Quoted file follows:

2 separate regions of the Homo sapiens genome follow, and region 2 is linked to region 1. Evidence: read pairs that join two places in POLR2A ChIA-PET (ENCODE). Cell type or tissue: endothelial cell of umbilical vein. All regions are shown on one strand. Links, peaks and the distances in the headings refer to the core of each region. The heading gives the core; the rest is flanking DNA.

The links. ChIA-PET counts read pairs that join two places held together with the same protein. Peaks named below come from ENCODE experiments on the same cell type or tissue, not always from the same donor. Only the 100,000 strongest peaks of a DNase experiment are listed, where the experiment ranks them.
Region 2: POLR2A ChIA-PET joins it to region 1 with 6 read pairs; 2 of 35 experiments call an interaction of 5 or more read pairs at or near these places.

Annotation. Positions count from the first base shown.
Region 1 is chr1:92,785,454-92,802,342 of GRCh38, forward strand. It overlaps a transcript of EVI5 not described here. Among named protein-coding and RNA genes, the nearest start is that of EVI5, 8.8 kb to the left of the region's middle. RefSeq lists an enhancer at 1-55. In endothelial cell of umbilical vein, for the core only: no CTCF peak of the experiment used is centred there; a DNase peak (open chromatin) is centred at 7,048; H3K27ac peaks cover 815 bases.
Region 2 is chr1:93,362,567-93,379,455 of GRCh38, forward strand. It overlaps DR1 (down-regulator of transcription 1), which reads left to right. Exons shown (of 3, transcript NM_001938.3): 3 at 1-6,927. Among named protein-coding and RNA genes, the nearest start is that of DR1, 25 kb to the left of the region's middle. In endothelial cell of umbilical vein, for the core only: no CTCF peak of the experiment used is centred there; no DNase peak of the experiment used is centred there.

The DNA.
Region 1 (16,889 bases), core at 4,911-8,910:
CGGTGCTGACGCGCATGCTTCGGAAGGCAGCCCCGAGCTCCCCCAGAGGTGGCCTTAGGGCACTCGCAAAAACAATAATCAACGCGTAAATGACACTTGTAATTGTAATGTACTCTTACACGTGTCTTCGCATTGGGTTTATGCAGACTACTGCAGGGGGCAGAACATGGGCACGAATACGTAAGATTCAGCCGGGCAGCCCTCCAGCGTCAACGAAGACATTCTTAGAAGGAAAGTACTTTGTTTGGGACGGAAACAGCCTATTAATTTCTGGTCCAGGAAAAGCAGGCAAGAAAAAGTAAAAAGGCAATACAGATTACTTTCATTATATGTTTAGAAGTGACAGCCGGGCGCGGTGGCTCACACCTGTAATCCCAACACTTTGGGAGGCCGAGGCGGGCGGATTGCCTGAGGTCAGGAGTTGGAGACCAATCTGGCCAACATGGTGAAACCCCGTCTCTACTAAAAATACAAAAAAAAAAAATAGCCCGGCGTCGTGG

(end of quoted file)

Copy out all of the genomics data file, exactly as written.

2 separate regions of the Homo sapiens genome follow, and region 2 is linked to region 1. Evidence: read pairs that join two places in POLR2A ChIA-PET (ENCODE). Cell type or tissue: endothelial cell of umbilical vein. All regions are shown on one strand. Links, peaks and the distances in the headings refer to the core of each region. The heading gives the core; the rest is flanking DNA.

The links. ChIA-PET counts read pairs that join two places held together with the same protein. Peaks named below come from ENCODE experiments on the same cell type or tissue, not always from the same donor. Only the 100,000 strongest peaks of a DNase experiment are listed, where the experiment ranks them.
Region 2: POLR2A ChIA-PET joins it to region 1 with 6 read pairs; 2 of 35 experiments call an interaction of 5 or more read pairs at or near these places.

Annotation. Positions count from the first base shown.
Region 1 is chr1:92,785,454-92,802,342 of GRCh38, forward strand. It overlaps a transcript of EVI5 not described here. Among named protein-coding and RNA genes, the nearest start is that of EVI5, 8.8 kb to the left of the region's middle. RefSeq lists an enhancer at 1-55. In endothelial cell of umbilical vein, for the core only: no CTCF peak of the experiment used is centred there; a DNase peak (open chromatin) is centred at 7,048; H3K27ac peaks cover 815 bases.
Region 2 is chr1:93,362,567-93,379,455 of GRCh38, forward strand. It overlaps DR1 (down-regulator of transcription 1), which reads left to right. Exons shown (of 3, transcript NM_001938.3): 3 at 1-6,927. Among named protein-coding and RNA genes, the nearest start is that of DR1, 25 kb to the left of the region's middle. In endothelial cell of umbilical vein, for the core only: no CTCF peak of the experiment used is centred there; no DNase peak of the experiment used is centred there.

The DNA.
Region 1 (16,889 bases), core at 4,911-8,910:
CGGTGCTGACGCGCATGCTTCGGAAGGCAGCCCCGAGCTCCCCCAGAGGTGGCCTTAGGGCACTCGCAAAAACAATAATCAACGCGTAAATGACACTTGTAATTGTAATGTACTCTTACACGTGTCTTCGCATTGGGTTTATGCAGACTACTGCAGGGGGCAGAACATGGGCACGAATACGTAAGATTCAGCCGGGCAGCCCTCCAGCGTCAACGAAGACATTCTTAGAAGGAAAGTACTTTGTTTGGGACGGAAACAGCCTATTAATTTCTGGTCCAGGAAAAGCAGGCAAGAAAAAGTAAAAAGGCAATACAGATTACTTTCATTATATGTTTAGAAGTGACAGCCGGGCGCGGTGGCTCACACCTGTAATCCCAACACTTTGGGAGGCCGAGGCGGGCGGATTGCCTGAGGTCAGGAGTTGGAGACCAATCTGGCCAACATGGTGAAACCCCGTCTCTACTAAAAATACAAAAAAAAAAAATAGCCCGGCGTCGTGG